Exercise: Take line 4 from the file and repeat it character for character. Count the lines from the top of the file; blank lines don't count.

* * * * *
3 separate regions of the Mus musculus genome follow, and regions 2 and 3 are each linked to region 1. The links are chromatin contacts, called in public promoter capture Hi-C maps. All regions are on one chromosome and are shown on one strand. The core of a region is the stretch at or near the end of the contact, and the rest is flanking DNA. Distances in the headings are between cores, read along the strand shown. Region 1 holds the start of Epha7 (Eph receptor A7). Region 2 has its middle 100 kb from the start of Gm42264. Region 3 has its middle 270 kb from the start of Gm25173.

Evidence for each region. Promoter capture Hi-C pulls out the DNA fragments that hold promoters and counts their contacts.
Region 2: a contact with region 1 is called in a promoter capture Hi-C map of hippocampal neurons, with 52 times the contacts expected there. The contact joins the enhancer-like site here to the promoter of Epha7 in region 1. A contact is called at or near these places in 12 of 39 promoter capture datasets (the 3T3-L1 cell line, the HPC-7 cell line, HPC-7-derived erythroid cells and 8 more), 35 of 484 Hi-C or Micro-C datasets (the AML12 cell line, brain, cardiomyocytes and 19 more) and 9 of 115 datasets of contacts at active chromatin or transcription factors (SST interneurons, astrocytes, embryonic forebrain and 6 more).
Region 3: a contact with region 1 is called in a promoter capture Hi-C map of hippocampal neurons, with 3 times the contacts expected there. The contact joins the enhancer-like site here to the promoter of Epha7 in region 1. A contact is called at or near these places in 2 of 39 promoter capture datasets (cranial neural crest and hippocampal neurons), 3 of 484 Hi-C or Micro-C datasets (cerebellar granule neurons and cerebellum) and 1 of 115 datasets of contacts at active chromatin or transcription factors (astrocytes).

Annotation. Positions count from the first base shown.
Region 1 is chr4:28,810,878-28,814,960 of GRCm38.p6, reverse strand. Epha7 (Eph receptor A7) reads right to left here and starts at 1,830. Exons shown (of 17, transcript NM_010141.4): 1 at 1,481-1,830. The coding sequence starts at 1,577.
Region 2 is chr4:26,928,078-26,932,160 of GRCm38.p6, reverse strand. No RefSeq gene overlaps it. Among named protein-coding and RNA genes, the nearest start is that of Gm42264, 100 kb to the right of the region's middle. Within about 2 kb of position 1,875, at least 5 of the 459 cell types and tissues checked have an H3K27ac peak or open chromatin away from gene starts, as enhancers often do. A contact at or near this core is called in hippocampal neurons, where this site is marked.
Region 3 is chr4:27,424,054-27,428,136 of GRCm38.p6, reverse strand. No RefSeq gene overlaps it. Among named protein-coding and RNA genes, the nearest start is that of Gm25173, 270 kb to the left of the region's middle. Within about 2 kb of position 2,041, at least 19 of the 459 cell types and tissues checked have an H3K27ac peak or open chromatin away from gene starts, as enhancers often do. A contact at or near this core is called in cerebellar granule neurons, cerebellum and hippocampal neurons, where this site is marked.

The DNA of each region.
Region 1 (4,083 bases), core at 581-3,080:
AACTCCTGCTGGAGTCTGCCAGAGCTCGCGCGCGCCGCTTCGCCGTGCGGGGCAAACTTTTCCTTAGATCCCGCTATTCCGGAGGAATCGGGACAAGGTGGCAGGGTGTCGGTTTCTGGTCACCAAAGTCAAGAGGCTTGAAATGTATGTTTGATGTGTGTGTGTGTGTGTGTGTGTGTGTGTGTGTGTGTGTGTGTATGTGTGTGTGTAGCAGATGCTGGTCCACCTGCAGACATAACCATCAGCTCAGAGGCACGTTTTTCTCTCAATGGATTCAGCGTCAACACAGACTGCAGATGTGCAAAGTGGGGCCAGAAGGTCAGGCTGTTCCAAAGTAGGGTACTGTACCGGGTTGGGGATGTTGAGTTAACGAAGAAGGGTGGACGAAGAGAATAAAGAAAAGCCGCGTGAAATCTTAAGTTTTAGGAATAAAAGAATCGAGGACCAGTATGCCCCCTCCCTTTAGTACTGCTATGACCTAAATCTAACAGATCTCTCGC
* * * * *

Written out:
Region 3: a contact with region 1 is called in a promoter capture Hi-C map of hippocampal neurons, with 3 times the contacts expected there. The contact joins the enhancer-like site here to the promoter of Epha7 in region 1. A contact is called at or near these places in 2 of 39 promoter capture datasets (cranial neural crest and hippocampal neurons), 3 of 484 Hi-C or Micro-C datasets (cerebellar granule neurons and cerebellum) and 1 of 115 datasets of contacts at active chromatin or transcription factors (astrocytes).